Other than that, FFTA was going along peachy-keen until I realized that I was 2-4 levels behind the NPC allies in a plot battle. Then I realized that you have to cheese to get anywhere in the game. I went through maybe 2 or 3 battles of cheesing (3 Black Mages with Blizzard + party member wearing Ice Shield + Law banning Fire and recommending Ice = cheeeeese!) and decided it was getting waaay too boring. I keep running into problems with being under-leveled in RPGs because leveling up is so boring. Then I get creamed by the bosses. (Although in FFTA's favor, they did away with the whole spirit-turns-to-crystal thing, which makes it feasible to marginally win some battles.)

So, um, I tried playing Fire Emblem instead, which is another tactical game, but with a very different feel. There's less cheesing here, or at least it's not as abuseable. Or something. Units with attacks get experience for attacking; it seems to be related to the amount of damage dealt and current level and stuff like that. Clerics get experience for healing, but can't heal units that have full HP. Bards get experience for playing, which refreshes one ally unit so that it can take another turn. I don't have two bards yet, (I'm still in the tutorial missions) so I don't know if you can have two of them keep refreshing each other. But... yeah, there aren't as obviously exploitable XP generators like there are in FFTA, especially since weapons have durability ratings that decrase with usage. Characters who attack more often (and especially those who manage to strike the killing blow often) will still tend to end up higher level, but there's not the stupidity of "Boost/First? Aid/Blizzard? the guy with the ice-nullifying shield/Cure? the people who don't need it/Blizzard?/Blizzard?" in order to match the game. Granted, I may feel differently once I've gotten farther in Fire Emblem.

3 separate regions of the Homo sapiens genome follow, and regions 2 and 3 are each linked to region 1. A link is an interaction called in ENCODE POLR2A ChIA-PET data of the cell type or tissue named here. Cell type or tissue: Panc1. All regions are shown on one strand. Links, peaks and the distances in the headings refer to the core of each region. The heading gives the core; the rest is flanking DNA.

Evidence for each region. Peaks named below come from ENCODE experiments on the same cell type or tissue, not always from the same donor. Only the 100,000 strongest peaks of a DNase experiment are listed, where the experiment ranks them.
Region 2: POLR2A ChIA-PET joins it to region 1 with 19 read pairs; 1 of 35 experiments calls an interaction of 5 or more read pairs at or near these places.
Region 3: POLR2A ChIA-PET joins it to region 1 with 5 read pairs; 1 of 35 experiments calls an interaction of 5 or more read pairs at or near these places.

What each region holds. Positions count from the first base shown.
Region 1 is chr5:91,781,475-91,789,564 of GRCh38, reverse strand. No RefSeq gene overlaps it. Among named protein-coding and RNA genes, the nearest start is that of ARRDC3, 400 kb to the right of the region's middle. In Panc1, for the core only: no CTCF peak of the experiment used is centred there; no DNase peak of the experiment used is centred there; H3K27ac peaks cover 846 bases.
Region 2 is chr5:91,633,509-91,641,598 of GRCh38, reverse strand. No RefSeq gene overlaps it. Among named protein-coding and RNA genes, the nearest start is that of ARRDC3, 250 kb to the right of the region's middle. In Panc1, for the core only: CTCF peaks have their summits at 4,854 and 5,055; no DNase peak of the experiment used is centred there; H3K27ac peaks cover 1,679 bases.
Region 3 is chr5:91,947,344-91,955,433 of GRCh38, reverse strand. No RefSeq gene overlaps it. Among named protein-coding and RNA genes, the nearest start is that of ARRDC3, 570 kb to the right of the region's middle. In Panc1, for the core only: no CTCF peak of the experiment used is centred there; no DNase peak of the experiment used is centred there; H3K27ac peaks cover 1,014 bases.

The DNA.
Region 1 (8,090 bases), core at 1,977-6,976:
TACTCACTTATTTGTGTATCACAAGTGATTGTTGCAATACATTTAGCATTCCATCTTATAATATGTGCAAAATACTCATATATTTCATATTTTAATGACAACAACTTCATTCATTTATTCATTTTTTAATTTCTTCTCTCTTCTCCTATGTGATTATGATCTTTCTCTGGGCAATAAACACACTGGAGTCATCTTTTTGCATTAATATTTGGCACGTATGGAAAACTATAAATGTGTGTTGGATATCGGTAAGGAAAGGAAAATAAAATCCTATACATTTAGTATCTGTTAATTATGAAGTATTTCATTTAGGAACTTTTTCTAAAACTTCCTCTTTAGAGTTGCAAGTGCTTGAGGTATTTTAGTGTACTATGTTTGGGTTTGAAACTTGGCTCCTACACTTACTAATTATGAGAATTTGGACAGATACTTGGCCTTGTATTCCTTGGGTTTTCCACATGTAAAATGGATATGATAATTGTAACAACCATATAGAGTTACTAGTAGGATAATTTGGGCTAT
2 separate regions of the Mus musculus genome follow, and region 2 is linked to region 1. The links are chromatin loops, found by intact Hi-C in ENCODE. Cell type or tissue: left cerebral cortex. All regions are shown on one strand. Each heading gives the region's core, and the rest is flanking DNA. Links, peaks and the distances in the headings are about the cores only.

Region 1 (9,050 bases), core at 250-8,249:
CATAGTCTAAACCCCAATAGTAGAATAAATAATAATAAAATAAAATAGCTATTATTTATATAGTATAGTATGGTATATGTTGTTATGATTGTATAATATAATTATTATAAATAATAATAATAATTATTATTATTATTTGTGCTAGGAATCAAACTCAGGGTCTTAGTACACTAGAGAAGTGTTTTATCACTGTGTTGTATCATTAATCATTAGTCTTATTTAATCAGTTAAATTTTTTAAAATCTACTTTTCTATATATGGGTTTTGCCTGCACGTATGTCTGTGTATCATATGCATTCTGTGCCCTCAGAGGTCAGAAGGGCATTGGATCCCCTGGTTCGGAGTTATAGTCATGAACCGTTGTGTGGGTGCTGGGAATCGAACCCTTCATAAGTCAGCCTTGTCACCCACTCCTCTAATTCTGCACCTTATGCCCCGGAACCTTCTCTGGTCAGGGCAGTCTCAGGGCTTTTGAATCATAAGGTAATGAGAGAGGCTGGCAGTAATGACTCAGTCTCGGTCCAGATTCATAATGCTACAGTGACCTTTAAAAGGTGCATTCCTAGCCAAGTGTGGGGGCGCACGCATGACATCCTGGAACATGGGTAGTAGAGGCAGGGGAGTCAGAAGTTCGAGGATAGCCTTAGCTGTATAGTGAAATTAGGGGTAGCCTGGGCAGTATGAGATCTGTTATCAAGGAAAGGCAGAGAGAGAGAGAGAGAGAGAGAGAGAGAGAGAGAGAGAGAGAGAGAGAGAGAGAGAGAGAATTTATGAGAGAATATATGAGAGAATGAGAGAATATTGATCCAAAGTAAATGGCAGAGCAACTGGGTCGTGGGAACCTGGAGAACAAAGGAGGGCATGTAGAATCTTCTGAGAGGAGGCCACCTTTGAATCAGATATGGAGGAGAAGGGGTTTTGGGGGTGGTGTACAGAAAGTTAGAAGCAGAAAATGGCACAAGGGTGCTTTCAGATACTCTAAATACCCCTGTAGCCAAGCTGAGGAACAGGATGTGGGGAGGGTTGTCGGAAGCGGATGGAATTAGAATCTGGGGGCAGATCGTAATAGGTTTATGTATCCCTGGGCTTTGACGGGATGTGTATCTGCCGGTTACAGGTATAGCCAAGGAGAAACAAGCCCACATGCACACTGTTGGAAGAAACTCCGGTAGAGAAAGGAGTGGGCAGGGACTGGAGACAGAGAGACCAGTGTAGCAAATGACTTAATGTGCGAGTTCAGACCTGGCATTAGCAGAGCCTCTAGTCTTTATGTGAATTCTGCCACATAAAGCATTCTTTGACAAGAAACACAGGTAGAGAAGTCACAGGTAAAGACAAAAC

Oh, and backlighting is the best ever. :P

FunWiki | RecentChanges | Preferences
Edit text of this page | View other revisions
Last edited October 8, 2005 20:02 (diff)